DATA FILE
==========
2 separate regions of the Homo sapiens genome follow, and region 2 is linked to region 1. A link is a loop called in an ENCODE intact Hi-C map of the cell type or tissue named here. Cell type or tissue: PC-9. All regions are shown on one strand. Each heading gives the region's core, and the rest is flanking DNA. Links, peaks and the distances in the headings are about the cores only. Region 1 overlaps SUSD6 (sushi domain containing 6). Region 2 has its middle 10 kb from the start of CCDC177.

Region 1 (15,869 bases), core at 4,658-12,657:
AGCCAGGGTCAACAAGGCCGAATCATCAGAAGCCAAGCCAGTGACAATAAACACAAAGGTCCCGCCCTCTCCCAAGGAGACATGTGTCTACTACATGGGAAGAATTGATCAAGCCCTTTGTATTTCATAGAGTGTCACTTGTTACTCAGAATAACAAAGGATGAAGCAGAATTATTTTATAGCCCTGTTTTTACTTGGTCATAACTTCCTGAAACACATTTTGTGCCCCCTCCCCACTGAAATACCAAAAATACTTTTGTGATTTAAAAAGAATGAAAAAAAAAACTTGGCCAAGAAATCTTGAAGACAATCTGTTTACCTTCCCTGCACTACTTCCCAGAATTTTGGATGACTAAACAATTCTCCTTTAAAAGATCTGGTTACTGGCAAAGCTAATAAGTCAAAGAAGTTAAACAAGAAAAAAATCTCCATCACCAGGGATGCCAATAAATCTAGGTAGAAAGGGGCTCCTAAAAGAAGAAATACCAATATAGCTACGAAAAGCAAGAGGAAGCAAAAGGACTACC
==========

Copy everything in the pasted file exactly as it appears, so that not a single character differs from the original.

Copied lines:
2 separate regions of the Homo sapiens genome follow, and region 2 is linked to region 1. A link is a loop called in an ENCODE intact Hi-C map of the cell type or tissue named here. Cell type or tissue: PC-9. All regions are shown on one strand. Each heading gives the region's core, and the rest is flanking DNA. Links, peaks and the distances in the headings are about the cores only. Region 1 overlaps SUSD6 (sushi domain containing 6). Region 2 has its middle 10 kb from the start of CCDC177.

Region 1 (15,869 bases), core at 4,658-12,657:
AGCCAGGGTCAACAAGGCCGAATCATCAGAAGCCAAGCCAGTGACAATAAACACAAAGGTCCCGCCCTCTCCCAAGGAGACATGTGTCTACTACATGGGAAGAATTGATCAAGCCCTTTGTATTTCATAGAGTGTCACTTGTTACTCAGAATAACAAAGGATGAAGCAGAATTATTTTATAGCCCTGTTTTTACTTGGTCATAACTTCCTGAAACACATTTTGTGCCCCCTCCCCACTGAAATACCAAAAATACTTTTGTGATTTAAAAAGAATGAAAAAAAAAACTTGGCCAAGAAATCTTGAAGACAATCTGTTTACCTTCCCTGCACTACTTCCCAGAATTTTGGATGACTAAACAATTCTCCTTTAAAAGATCTGGTTACTGGCAAAGCTAATAAGTCAAAGAAGTTAAACAAGAAAAAAATCTCCATCACCAGGGATGCCAATAAATCTAGGTAGAAAGGGGCTCCTAAAAGAAGAAATACCAATATAGCTACGAAAAGCAAGAGGAAGCAAAAGGACTACC